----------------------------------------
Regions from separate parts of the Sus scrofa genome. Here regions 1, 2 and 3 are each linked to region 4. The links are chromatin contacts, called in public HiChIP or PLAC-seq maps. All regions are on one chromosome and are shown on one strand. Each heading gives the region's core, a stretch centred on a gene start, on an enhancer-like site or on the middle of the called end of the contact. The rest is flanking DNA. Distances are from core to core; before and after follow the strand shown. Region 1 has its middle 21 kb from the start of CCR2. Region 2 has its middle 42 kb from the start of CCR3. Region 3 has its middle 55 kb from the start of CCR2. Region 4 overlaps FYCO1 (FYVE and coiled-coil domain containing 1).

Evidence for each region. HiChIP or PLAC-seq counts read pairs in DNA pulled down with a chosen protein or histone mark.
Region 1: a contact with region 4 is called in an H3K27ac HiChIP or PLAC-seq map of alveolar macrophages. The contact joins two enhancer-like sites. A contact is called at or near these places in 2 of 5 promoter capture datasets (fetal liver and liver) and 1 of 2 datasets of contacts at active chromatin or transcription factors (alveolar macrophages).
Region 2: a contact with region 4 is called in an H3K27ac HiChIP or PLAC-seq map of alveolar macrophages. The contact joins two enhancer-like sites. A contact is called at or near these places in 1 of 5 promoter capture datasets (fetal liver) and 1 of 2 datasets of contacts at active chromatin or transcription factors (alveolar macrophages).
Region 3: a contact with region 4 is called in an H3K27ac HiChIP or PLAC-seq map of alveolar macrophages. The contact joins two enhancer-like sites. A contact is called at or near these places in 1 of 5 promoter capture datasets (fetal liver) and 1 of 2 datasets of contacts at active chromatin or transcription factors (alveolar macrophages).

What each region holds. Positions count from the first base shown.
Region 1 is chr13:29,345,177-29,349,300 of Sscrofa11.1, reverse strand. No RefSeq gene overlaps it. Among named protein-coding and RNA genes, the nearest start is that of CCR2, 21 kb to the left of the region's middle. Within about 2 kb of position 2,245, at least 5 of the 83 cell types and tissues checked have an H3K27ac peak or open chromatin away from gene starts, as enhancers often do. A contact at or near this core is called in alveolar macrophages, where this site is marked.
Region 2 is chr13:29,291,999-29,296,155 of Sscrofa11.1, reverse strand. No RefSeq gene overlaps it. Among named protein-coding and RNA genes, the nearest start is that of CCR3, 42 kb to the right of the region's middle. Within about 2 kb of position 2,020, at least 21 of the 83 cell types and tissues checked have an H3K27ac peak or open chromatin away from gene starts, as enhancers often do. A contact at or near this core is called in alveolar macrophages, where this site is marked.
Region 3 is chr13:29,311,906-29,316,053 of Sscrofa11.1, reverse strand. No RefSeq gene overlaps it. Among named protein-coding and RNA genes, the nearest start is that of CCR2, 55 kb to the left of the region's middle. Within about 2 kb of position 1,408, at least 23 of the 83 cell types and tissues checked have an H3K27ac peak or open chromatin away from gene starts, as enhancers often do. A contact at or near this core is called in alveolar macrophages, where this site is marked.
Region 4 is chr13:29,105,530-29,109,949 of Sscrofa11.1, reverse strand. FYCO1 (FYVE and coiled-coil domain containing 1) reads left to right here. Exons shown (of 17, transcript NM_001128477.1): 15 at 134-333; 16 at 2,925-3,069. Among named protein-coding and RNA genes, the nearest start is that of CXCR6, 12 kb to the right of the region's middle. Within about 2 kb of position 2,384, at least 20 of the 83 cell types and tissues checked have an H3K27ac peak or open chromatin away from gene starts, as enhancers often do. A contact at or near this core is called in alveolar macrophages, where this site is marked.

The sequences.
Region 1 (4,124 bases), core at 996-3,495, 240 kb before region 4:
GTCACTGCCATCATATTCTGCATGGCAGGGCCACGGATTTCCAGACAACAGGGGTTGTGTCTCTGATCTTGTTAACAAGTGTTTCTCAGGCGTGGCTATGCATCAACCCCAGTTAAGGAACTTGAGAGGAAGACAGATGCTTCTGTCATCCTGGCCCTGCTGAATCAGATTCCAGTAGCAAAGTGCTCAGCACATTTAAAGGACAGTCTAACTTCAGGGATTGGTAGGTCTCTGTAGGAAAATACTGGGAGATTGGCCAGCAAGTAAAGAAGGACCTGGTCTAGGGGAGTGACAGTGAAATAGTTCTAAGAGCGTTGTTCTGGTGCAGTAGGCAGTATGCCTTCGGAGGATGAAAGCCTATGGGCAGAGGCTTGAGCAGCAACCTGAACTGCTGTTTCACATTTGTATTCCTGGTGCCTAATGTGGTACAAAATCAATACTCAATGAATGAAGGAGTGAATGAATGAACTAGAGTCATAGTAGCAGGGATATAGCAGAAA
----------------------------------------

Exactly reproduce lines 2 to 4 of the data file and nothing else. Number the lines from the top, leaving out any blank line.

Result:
Evidence for each region. HiChIP or PLAC-seq counts read pairs in DNA pulled down with a chosen protein or histone mark.
Region 1: a contact with region 4 is called in an H3K27ac HiChIP or PLAC-seq map of alveolar macrophages. The contact joins two enhancer-like sites. A contact is called at or near these places in 2 of 5 promoter capture datasets (fetal liver and liver) and 1 of 2 datasets of contacts at active chromatin or transcription factors (alveolar macrophages).
Region 2: a contact with region 4 is called in an H3K27ac HiChIP or PLAC-seq map of alveolar macrophages. The contact joins two enhancer-like sites. A contact is called at or near these places in 1 of 5 promoter capture datasets (fetal liver) and 1 of 2 datasets of contacts at active chromatin or transcription factors (alveolar macrophages).